Blessed are those whose way is blameless, who walk in the law of the Lord. Psalm 119:1
Collect of the day
you gave the law to guide our lives:
grant that we may never shrink from your commandments,
but, as we are taught by your Spirit,
may fulfil your law in perfect love;
through Christ our Lord and Master,
who lives and reigns with you and the Holy Spirit,
one God now and for ever. Amen.
- Deut 10:12-22
- Psalm 119:1-8
- 1 Corinthians 3:1-9
- Matthew 5:21-37
- Exodus 24:12-18
- Psalm 2
- 2 Peter 1:16-21
- Matthew 17:1-9
A thought to ponder upon
“… if you bring your gift to the altar and there recall that your brother has anything against you, leave your gift there at the altar, go first and be reconciled with your brother, and then come and offer your gift.”
Today’s Gospel is the first indication of trouble between Jesus and the leaders of the Jews. The role of the scribes evolved from that of recorders and codifiers of the Torah into that of interpreters of the specific rules and regulations of the Torah. The Pharisees, the “separated brethren,” removed themselves from everyday activity in order to keep the Law assiduously, thereby serving as a model to the Jewish people who held them in great esteem.
While the scribes and Pharisees were extreme legalists in their interpretation of the Law, Jesus is the ultimate supra-legalist. He takes their legalities a step further: The Spirit of God, which gives life and meaning to the Law, transcends the letter of the Law. Jesus preaches that we cannot be satisfied with merely avoiding the act of murder but must also curb the insults and anger that lead to murder; we cannot be satisfied with justifying separation and estrangement but must actively seek reconciliation and forgiveness; we cannot be satisfied with just fulfilling contracts in order to avoid being sued but must seek to become honest and trustworthy persons in all our dealings. Jesus comes to teach an approach to life that is motivated neither by edict nor fear but by the recognition and celebration of the humanity we share with all men and women.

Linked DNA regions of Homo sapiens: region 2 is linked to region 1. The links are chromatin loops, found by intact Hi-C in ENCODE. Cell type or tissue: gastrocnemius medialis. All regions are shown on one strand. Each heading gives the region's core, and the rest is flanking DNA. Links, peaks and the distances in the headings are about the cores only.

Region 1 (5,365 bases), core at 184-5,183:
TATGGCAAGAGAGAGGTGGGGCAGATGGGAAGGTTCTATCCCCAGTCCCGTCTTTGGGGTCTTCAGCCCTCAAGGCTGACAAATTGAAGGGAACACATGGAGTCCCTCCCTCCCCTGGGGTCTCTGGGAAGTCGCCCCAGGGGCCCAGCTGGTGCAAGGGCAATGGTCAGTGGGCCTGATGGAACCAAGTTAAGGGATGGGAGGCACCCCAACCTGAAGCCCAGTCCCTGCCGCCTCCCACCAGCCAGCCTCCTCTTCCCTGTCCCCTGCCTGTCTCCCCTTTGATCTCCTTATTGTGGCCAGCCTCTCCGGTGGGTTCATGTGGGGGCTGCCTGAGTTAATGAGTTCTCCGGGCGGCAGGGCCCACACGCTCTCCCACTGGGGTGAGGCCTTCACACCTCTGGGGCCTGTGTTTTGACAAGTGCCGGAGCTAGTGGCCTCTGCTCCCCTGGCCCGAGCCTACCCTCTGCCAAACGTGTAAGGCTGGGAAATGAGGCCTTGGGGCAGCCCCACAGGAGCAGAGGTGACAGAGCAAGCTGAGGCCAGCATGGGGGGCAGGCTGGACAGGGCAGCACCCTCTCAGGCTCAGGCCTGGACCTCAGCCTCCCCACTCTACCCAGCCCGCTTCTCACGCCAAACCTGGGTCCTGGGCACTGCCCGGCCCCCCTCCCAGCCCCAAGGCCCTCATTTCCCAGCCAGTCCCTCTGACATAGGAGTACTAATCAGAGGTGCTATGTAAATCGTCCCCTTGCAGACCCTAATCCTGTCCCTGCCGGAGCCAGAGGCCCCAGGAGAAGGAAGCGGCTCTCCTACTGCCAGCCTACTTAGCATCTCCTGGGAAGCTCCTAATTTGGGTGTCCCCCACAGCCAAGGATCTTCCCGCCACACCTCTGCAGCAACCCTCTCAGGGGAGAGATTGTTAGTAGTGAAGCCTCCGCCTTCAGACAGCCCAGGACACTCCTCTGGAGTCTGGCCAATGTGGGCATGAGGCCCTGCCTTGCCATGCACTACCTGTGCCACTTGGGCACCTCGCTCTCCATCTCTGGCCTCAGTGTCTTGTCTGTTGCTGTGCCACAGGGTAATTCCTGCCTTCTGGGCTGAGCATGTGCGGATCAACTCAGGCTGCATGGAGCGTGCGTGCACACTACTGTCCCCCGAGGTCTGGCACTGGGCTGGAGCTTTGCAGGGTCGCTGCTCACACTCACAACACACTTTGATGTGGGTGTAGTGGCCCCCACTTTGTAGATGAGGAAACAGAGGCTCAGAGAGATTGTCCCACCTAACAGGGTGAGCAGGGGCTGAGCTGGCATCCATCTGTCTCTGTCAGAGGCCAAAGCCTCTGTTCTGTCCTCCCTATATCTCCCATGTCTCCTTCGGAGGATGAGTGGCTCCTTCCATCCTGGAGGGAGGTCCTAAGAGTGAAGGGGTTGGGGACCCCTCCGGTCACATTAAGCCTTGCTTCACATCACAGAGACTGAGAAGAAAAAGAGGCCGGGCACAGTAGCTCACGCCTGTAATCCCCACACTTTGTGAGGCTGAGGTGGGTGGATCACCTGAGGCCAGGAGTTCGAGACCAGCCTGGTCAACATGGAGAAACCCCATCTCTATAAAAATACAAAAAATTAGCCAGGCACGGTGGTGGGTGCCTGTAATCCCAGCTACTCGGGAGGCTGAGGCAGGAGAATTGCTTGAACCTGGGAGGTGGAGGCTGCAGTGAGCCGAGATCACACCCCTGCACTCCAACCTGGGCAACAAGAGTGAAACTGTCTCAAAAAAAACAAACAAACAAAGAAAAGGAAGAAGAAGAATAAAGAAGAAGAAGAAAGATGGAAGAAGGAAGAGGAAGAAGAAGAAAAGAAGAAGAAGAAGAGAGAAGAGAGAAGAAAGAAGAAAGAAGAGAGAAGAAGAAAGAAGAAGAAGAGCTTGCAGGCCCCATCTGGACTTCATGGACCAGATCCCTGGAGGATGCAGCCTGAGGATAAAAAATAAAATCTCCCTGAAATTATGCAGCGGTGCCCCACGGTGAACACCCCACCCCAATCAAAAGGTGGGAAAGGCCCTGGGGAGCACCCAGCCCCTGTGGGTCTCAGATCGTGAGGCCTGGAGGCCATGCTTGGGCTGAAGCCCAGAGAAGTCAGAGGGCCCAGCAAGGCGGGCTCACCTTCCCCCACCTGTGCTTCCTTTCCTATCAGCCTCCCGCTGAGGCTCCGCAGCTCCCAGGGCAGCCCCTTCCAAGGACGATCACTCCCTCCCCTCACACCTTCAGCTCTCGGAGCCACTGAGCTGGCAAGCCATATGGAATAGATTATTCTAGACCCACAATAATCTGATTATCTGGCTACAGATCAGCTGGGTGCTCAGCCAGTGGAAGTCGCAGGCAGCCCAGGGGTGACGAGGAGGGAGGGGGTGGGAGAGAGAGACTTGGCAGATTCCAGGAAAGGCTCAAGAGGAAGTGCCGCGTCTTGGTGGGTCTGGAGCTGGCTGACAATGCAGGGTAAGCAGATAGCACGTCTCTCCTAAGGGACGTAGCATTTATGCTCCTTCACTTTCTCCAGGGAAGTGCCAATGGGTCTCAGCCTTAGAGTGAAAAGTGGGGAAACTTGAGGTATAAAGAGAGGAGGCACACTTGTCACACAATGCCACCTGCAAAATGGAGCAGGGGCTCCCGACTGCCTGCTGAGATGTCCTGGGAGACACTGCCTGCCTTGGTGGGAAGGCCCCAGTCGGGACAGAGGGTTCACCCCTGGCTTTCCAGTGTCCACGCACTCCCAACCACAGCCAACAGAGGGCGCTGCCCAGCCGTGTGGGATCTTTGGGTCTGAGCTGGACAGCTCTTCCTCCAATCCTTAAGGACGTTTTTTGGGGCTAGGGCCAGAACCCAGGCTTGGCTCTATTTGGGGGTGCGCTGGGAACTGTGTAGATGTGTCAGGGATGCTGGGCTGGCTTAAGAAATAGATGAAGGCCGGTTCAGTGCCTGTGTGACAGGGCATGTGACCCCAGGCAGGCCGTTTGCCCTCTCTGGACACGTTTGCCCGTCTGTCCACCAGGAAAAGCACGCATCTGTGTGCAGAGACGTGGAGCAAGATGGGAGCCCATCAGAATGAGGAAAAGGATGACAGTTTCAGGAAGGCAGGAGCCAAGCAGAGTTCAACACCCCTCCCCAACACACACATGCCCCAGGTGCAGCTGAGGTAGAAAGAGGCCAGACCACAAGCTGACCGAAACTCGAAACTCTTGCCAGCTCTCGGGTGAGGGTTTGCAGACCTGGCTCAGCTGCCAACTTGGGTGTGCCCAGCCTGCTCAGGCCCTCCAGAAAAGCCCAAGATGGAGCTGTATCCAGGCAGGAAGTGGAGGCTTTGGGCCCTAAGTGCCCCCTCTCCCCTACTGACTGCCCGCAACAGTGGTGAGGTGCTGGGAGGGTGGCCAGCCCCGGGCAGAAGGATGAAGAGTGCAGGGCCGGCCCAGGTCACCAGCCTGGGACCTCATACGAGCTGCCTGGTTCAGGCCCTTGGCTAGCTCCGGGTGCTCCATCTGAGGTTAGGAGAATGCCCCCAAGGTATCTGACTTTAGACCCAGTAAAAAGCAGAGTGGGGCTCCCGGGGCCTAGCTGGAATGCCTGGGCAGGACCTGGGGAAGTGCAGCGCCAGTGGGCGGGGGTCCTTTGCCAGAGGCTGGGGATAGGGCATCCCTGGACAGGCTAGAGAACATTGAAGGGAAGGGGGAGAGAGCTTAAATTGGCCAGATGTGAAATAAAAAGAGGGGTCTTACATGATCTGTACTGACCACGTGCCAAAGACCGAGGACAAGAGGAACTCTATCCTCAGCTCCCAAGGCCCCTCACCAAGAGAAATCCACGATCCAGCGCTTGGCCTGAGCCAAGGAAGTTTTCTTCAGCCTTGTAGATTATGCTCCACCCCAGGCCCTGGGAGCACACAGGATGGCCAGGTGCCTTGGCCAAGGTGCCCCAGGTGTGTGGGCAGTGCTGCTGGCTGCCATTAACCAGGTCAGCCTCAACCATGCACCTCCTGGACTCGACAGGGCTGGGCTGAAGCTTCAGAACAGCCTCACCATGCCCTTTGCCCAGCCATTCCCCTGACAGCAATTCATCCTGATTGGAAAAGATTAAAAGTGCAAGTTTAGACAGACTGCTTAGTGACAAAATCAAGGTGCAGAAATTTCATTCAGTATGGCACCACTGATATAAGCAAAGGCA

For Jesus, the human heart is decisive. It is the “new” Law’s emphasis on the attitude of the heart that perfects and fulfils the principles and rituals of the “old.”
By our compassion and caring for others, by our ethical and moral convictions, by our sense of awareness and gratitude for all that God has done for us, we do the great work of passing on the Gospel of reconciliation and justice – and God is with us as we struggle to figure out and explain the complexities and struggles of life for the benefit of ourselves and our children and those who overwhelmed by it all who come to us for help.
In today’s Gospel, Jesus speaks of “fulfilling” the Law — not abolishing it. Jesus seeks to restore the spirit of mercy, justice and reconciliation that gives meaning and direction to every just legal code, challenging us to look beyond legalisms and social and cultural yardsticks — and our own narrow interests — to recognize people in need and our responsibility as followers of Jesus to seek them out, to advocate for them, to welcome them.
Faith begins in the heart, Jesus says. What we say, what we do, what we decide, are all responses to the God who speaks to us in the depths of our hearts, the God in whose image and likeness we have been created. Christ speaks not of rules and regulations but the much deeper and profound values of the human heart.
The truth is not contained in laws, oaths, statistics or rituals but in the Spirit of God that prompts us to make the decisions we make, the wisdom that leads us to the enactment of just laws and the celebrations of rituals that meaningfully remember and celebrate God’s great love for us.
In his Sermon on the Mount, Jesus asks us to consider the weight and meaning of what we say – and to realize the chasm that often exists between our words and our actions. © Connections/MediaWorks
The sermon will begin after the gospel has been read
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